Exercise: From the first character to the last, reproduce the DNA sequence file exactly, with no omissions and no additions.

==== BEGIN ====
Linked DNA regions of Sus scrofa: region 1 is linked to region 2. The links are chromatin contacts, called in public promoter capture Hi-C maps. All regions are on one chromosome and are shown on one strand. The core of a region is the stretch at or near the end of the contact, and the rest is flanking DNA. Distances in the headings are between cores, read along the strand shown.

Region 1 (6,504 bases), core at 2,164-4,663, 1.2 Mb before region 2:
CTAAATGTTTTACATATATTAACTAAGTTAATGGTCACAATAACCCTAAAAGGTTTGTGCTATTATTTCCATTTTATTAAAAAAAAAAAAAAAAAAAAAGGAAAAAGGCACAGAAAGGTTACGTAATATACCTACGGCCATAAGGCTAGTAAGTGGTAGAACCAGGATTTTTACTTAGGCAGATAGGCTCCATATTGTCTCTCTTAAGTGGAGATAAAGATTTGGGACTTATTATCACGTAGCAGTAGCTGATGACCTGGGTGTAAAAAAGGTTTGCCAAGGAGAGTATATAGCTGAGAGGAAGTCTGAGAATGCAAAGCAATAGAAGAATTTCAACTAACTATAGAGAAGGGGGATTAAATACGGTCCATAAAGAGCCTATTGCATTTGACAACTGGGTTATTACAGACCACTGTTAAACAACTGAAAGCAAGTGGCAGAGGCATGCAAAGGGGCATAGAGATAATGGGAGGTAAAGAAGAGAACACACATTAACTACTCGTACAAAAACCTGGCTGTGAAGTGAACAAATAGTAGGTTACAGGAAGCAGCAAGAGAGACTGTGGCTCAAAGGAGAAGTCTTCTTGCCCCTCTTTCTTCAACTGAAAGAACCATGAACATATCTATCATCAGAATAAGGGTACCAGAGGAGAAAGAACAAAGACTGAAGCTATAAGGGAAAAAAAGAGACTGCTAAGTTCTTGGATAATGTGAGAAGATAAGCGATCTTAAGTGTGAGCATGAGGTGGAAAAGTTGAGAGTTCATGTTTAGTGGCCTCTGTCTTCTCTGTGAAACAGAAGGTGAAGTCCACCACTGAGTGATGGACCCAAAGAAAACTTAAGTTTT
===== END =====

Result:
Linked DNA regions of Sus scrofa: region 1 is linked to region 2. The links are chromatin contacts, called in public promoter capture Hi-C maps. All regions are on one chromosome and are shown on one strand. The core of a region is the stretch at or near the end of the contact, and the rest is flanking DNA. Distances in the headings are between cores, read along the strand shown.

Region 1 (6,504 bases), core at 2,164-4,663, 1.2 Mb before region 2:
CTAAATGTTTTACATATATTAACTAAGTTAATGGTCACAATAACCCTAAAAGGTTTGTGCTATTATTTCCATTTTATTAAAAAAAAAAAAAAAAAAAAAGGAAAAAGGCACAGAAAGGTTACGTAATATACCTACGGCCATAAGGCTAGTAAGTGGTAGAACCAGGATTTTTACTTAGGCAGATAGGCTCCATATTGTCTCTCTTAAGTGGAGATAAAGATTTGGGACTTATTATCACGTAGCAGTAGCTGATGACCTGGGTGTAAAAAAGGTTTGCCAAGGAGAGTATATAGCTGAGAGGAAGTCTGAGAATGCAAAGCAATAGAAGAATTTCAACTAACTATAGAGAAGGGGGATTAAATACGGTCCATAAAGAGCCTATTGCATTTGACAACTGGGTTATTACAGACCACTGTTAAACAACTGAAAGCAAGTGGCAGAGGCATGCAAAGGGGCATAGAGATAATGGGAGGTAAAGAAGAGAACACACATTAACTACTCGTACAAAAACCTGGCTGTGAAGTGAACAAATAGTAGGTTACAGGAAGCAGCAAGAGAGACTGTGGCTCAAAGGAGAAGTCTTCTTGCCCCTCTTTCTTCAACTGAAAGAACCATGAACATATCTATCATCAGAATAAGGGTACCAGAGGAGAAAGAACAAAGACTGAAGCTATAAGGGAAAAAAAGAGACTGCTAAGTTCTTGGATAATGTGAGAAGATAAGCGATCTTAAGTGTGAGCATGAGGTGGAAAAGTTGAGAGTTCATGTTTAGTGGCCTCTGTCTTCTCTGTGAAACAGAAGGTGAAGTCCACCACTGAGTGATGGACCCAAAGAAAACTTAAGTTTT